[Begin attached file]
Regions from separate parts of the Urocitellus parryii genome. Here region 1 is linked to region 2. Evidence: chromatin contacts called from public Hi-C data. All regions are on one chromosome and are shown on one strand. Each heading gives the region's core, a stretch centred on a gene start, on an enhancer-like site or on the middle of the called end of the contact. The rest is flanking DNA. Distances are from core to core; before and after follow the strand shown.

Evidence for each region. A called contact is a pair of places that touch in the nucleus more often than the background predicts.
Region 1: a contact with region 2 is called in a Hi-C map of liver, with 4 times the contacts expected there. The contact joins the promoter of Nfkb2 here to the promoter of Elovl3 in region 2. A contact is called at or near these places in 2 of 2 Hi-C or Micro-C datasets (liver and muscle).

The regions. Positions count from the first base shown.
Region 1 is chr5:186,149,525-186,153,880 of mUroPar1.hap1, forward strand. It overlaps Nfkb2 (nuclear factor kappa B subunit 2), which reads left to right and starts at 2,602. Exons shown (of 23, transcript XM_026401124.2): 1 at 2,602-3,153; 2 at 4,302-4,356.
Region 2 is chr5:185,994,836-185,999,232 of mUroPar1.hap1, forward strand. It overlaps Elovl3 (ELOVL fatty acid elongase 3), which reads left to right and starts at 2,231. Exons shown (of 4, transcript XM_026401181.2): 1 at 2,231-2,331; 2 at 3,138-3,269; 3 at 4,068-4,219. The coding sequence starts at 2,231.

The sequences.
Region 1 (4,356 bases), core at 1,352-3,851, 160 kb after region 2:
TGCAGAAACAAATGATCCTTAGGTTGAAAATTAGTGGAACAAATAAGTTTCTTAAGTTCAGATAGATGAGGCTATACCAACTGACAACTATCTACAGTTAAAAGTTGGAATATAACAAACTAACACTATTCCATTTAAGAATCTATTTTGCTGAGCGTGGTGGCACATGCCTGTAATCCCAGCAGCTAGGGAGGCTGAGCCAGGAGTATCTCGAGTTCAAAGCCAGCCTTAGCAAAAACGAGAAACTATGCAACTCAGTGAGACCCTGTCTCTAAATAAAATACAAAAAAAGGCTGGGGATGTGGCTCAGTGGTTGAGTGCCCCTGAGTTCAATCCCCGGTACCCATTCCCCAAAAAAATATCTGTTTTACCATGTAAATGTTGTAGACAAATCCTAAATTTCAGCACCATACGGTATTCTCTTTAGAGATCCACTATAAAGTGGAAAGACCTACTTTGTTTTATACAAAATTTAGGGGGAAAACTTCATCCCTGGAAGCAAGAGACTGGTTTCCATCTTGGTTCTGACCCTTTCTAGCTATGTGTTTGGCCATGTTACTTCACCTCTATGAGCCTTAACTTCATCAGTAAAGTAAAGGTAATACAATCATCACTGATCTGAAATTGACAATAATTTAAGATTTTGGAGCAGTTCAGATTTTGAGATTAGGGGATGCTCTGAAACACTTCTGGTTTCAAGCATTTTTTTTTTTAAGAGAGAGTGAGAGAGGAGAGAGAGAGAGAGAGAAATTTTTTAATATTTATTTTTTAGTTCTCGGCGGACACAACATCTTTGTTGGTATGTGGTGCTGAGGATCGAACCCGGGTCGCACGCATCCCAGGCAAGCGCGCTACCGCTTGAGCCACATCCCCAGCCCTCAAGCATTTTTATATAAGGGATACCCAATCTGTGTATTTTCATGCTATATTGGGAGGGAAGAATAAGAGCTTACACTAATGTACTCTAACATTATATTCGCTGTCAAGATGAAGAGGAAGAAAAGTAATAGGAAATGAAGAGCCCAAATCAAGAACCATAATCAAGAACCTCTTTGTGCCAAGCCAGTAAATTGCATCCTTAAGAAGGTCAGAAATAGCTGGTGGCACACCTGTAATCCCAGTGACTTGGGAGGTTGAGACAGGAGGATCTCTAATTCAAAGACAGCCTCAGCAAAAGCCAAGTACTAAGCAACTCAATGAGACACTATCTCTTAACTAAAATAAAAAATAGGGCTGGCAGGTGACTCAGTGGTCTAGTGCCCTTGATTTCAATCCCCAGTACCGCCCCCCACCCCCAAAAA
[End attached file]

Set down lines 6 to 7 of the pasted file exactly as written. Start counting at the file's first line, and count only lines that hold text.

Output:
Region 2 is chr5:185,994,836-185,999,232 of mUroPar1.hap1, forward strand. It overlaps Elovl3 (ELOVL fatty acid elongase 3), which reads left to right and starts at 2,231. Exons shown (of 4, transcript XM_026401181.2): 1 at 2,231-2,331; 2 at 3,138-3,269; 3 at 4,068-4,219. The coding sequence starts at 2,231.

The sequences.